Let’s mellow way on down the eve with Jason Gleason mush-mouthing “Sleigh Bells and Wine,” where the sleigh awaits, the fire amasses, and the word snow has five syllables. Daddy, oh.

Drink N.B. Merry: wine, mulled

Grown ups of refinement prefer wine to beer, at least as an ostentation. (Wine drinkers say things like: oaky, fruity, earthy; beer drinkers say things like: burp!)

The holiday process of boiling said libation with spices goes back centuries and continents. Glühwein is a favey-fave amongst the Deutshe. So I must include at least a couple not-so-much-mitt-du-English songs like Die Blauen Jung’s happy drunk parody of ‘Jingle Bells’ “Der Glühwein Song,” Thomas Dotterweich’s swinging parody of ‘Rocking Around’ “Der Glühwein Song,” punchxmas’s burbling melancholic “Oh du schöne Weihnachtszeit,” Kalk Stein’s oddly talky children’ rock “Glühwein,” and Sternschuppe’s rad pop “Komm zu mir auf einen Glühwein.” But let’s finish for the language challenged in English: John Stapleton folk rocks “It’s Christmas (Glühwein for the Ladies)” in his rocking chair in his front room (wait, that’s a nervous tic). I do believe he’s judging the alcohol intake here, not like those cheery Germans.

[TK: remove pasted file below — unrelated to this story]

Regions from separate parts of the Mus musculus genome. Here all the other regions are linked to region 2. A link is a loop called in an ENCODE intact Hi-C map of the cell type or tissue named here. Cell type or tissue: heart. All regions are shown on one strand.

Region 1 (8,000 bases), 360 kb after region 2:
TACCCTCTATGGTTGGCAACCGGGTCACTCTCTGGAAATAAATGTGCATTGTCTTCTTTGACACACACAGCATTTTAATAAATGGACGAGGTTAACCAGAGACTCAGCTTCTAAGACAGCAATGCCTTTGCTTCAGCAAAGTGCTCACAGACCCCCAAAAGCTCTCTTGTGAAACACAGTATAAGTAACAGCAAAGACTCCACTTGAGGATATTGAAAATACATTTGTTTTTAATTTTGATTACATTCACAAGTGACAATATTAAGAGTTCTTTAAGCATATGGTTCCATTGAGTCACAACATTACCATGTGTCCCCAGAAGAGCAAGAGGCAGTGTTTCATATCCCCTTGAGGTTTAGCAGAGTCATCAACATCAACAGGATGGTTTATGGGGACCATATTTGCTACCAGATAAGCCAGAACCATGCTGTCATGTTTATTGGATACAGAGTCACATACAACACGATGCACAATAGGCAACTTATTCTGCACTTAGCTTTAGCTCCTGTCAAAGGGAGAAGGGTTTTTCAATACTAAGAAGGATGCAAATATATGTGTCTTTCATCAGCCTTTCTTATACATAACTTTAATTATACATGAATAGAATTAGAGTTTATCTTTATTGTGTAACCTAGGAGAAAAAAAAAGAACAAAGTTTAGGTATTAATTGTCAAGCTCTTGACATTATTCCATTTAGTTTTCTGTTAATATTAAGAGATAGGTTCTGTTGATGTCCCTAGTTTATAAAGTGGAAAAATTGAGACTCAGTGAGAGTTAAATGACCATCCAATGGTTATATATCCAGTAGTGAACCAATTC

Okay, one more. Miss Behavin’ believes that western music is that stuff from musicals as she celebrates “Glühwein.” It’s a barn dancing promise of more fun.

Back to British. ‘Blurred Lines’ has been mocked with “Mulled Lines,” here by Greg and Chris Smith. Well Robin thick mayn’t be Brit, but he’s classy in that repressed way. An honorable parody.

And now for something completely different. The “Simplee Mulled Wine Mix Song” is advertisement for a product you problee never heard of. But it’s catchy bluegrass carousing.

Drink N.B. Merry: beer3

Beer at Christmas has a downside: forgotten presents, uninhibited opinions, vomit in the hanging fern….

Angry songs usually just lean into punk, like Fear’s “Another Christmas Beer.” Few actual accidents of mischance trouble this number, though.

And Bah and the Humbugs’ “Christmas Beer” extols the magical powers of the brewski, but the suburban-dad punk sounds a bit tetchy.

Sunny Sweeney changes the tempo with sloshy honky tonk in her “1 More Christmas Beer.” The stink of life’s limitations and regret swings and sways like a denizen of the tavern two past cut-off.

Banging the guitar with heartfelt country David Hutchins wails (more coffee house than dive bar) “I’ll be Drinking for Christmas.” Mostly just about keeping the glass full. But we all know he’s a beer guy with poor decision-making skills.